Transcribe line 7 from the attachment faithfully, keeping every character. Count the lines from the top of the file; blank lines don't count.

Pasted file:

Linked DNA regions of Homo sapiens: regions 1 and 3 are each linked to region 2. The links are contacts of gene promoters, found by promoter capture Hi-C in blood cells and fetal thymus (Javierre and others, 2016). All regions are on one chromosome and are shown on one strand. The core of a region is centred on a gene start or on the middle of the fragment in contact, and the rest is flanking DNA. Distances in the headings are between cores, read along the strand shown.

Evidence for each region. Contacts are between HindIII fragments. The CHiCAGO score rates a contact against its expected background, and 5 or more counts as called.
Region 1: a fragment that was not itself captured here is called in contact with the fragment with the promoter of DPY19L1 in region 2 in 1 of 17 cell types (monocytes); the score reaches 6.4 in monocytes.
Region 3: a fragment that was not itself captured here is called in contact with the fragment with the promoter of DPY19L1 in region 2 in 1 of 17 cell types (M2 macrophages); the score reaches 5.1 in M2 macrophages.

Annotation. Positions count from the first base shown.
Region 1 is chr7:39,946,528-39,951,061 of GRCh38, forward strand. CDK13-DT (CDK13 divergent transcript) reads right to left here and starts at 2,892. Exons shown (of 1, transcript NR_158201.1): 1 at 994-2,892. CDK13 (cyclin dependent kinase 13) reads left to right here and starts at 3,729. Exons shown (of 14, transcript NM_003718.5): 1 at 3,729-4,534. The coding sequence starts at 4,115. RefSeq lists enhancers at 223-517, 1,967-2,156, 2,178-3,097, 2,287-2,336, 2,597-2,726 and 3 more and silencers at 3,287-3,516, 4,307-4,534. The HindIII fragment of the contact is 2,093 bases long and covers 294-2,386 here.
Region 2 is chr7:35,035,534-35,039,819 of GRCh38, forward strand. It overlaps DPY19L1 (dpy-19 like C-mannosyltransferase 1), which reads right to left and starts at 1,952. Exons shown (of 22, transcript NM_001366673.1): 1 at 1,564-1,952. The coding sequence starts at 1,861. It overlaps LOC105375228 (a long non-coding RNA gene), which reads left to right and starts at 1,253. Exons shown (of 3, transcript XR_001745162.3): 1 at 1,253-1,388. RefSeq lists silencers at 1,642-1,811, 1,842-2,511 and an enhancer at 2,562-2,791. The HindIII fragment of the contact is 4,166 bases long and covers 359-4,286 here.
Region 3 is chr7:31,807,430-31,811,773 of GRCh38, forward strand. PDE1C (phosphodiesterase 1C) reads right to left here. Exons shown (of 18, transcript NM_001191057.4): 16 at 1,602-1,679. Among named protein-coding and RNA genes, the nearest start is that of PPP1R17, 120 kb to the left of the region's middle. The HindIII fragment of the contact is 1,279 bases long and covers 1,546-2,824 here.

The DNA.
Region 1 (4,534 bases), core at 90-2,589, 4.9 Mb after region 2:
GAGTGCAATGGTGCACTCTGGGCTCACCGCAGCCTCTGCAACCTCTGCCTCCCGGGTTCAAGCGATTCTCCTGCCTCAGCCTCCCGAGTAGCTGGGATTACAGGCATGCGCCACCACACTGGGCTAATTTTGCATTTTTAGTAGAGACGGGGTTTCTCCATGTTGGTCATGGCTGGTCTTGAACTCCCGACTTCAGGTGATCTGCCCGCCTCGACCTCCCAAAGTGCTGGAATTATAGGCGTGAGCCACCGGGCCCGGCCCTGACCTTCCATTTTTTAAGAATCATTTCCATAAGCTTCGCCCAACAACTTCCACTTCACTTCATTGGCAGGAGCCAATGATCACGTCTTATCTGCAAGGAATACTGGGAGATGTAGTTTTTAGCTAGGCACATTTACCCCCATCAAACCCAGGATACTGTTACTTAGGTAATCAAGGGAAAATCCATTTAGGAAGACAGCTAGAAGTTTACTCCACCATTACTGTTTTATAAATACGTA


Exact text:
Region 2 is chr7:35,035,534-35,039,819 of GRCh38, forward strand. It overlaps DPY19L1 (dpy-19 like C-mannosyltransferase 1), which reads right to left and starts at 1,952. Exons shown (of 22, transcript NM_001366673.1): 1 at 1,564-1,952. The coding sequence starts at 1,861. It overlaps LOC105375228 (a long non-coding RNA gene), which reads left to right and starts at 1,253. Exons shown (of 3, transcript XR_001745162.3): 1 at 1,253-1,388. RefSeq lists silencers at 1,642-1,811, 1,842-2,511 and an enhancer at 2,562-2,791. The HindIII fragment of the contact is 4,166 bases long and covers 359-4,286 here.